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Alameda County is the Unofficial Poster Child of Ranked-Choice Voting’s Failures

Waiting a week for the final presidential election results in 2020 was frustrating enough. Imagine thinking that your candidate won and then nearly two months later you learn that there was a computer glitch and, just kidding, the least-popular candidate won instead. 

You’d be outraged because that is outrageous

But that’s exactly what happened in Alameda County in California, and it’s what will likely happen again if ranked-choice voting spreads to more counties and states. 

Ranked-choice voting requires voters to rank each of the candidates in order of preference. During tabulation, if no candidate receives a majority of the votes cast, the candidate with the fewest votes is eliminated, and the counting rounds continue until there’s a winner. Unfortunately, as was the case in the 2018 Maine Second Congressional District election and the most recent election in Alaska, that winner is not always the most popular candidate or party. 

In Alameda County, Nick Resnick was declared the winner of a local school board race. Fifty days later, after an organization ran a third-party recount of the vote, it was revealed there was an issue with the algorithm, and it resulted in an error—the error being Resnick’s victory. Mike Hutchinson, who finished third, is now the winner. After this botched election, the Board of Supervisors is directing a recount of every election using ranked-choice voting, including Mayor of Oakland.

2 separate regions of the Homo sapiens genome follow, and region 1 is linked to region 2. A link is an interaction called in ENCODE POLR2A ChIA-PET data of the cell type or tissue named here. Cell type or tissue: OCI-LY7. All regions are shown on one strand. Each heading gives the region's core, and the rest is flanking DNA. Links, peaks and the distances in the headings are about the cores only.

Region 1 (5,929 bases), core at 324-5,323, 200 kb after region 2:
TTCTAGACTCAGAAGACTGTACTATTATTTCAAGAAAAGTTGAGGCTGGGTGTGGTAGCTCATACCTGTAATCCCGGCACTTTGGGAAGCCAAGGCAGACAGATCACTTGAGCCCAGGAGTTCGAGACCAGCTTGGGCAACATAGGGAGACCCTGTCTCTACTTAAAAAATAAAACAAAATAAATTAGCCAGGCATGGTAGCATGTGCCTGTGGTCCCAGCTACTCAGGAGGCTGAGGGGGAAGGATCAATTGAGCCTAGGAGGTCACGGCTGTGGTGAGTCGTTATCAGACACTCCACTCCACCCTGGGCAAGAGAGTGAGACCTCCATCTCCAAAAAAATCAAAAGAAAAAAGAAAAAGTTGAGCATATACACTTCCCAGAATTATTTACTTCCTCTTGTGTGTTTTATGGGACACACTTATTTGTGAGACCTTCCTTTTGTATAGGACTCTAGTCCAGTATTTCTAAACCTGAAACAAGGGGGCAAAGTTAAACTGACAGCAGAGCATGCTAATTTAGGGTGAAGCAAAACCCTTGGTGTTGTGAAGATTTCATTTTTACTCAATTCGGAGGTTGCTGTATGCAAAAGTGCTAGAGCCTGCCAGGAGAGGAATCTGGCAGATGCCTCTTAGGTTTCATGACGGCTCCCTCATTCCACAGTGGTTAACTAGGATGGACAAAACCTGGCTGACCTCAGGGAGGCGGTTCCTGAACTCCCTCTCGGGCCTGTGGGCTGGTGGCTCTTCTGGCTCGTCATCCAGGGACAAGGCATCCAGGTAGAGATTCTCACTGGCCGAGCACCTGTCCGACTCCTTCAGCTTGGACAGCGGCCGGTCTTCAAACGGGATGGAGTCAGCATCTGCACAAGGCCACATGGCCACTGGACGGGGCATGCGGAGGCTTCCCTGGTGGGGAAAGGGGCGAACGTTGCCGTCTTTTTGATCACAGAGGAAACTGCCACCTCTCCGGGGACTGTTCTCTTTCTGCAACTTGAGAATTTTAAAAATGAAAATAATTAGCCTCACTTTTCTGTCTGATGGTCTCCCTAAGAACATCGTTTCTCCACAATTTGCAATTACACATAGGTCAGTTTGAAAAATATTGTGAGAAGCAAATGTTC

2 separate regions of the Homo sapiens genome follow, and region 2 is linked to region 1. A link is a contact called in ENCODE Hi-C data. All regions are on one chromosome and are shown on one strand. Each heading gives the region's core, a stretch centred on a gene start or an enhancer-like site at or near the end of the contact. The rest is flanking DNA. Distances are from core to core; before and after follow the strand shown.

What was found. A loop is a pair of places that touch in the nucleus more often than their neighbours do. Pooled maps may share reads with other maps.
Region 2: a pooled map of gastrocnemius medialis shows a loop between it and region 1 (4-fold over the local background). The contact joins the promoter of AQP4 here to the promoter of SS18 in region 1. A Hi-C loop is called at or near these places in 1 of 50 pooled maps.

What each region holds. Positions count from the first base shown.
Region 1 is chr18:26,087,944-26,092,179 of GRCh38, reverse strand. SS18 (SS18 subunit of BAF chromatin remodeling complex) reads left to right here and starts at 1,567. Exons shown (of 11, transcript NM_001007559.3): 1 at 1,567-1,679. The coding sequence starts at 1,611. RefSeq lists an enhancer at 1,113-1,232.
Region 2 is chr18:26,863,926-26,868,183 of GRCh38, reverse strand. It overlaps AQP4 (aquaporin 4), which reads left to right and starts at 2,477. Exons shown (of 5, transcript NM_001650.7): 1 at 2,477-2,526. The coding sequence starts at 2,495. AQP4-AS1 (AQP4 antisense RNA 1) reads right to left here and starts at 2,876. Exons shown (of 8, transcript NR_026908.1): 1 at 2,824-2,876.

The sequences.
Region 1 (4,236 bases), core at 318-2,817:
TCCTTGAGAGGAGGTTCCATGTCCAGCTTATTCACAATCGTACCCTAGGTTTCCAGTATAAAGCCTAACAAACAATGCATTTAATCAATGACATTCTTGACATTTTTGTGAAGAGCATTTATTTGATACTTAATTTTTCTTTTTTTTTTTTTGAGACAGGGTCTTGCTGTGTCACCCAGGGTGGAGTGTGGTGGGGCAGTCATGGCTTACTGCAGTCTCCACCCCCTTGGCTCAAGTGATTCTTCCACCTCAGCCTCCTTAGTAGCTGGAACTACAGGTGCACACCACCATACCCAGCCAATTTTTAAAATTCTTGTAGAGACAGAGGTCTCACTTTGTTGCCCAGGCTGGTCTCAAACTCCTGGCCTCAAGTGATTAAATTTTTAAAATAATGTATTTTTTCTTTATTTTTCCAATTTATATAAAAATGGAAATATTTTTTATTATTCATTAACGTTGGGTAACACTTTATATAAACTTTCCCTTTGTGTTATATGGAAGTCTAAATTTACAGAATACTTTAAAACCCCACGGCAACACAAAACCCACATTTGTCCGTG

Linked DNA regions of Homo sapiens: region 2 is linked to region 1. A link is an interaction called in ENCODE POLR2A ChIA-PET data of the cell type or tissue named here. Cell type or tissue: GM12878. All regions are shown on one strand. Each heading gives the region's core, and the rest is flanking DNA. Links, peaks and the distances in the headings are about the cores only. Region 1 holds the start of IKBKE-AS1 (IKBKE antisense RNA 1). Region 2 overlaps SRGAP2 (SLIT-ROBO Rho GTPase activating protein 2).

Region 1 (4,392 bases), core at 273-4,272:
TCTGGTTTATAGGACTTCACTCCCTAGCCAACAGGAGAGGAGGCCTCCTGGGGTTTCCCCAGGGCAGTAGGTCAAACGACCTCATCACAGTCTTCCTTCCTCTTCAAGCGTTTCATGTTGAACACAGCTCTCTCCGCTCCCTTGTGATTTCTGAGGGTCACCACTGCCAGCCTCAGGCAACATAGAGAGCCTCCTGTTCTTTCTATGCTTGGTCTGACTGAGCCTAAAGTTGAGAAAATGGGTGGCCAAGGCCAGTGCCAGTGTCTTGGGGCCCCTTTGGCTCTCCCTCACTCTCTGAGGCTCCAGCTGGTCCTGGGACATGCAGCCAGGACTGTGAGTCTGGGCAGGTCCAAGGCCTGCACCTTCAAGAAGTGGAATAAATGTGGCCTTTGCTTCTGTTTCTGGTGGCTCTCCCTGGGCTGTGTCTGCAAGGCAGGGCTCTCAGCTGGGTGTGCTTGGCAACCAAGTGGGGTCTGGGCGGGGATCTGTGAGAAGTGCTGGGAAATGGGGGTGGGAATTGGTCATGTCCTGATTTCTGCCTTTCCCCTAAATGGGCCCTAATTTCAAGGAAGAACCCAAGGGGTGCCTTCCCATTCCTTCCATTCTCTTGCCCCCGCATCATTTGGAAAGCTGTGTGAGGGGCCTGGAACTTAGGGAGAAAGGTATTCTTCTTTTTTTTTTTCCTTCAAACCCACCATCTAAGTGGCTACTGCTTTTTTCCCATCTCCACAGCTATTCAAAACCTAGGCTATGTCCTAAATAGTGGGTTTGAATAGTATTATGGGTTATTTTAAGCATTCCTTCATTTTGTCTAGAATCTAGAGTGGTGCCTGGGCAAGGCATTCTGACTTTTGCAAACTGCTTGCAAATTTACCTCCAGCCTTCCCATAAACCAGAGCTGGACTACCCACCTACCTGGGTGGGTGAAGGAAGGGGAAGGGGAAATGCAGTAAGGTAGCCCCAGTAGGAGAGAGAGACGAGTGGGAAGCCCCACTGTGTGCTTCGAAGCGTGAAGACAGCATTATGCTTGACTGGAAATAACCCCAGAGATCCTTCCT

So, why the sudden push for ranked-choice voting across the country? As was the case with Zuckerbucks, the president’s voter mobilization executive order, and failed legislation to effectively federalize elections, there are clear winners and losers with these actions and policies—and the winners are certain candidates, not American voters. 

Trust in elections is already low. Ranked-choice voting is unnecessarily confusing, deeply flawed, and should be banned. 

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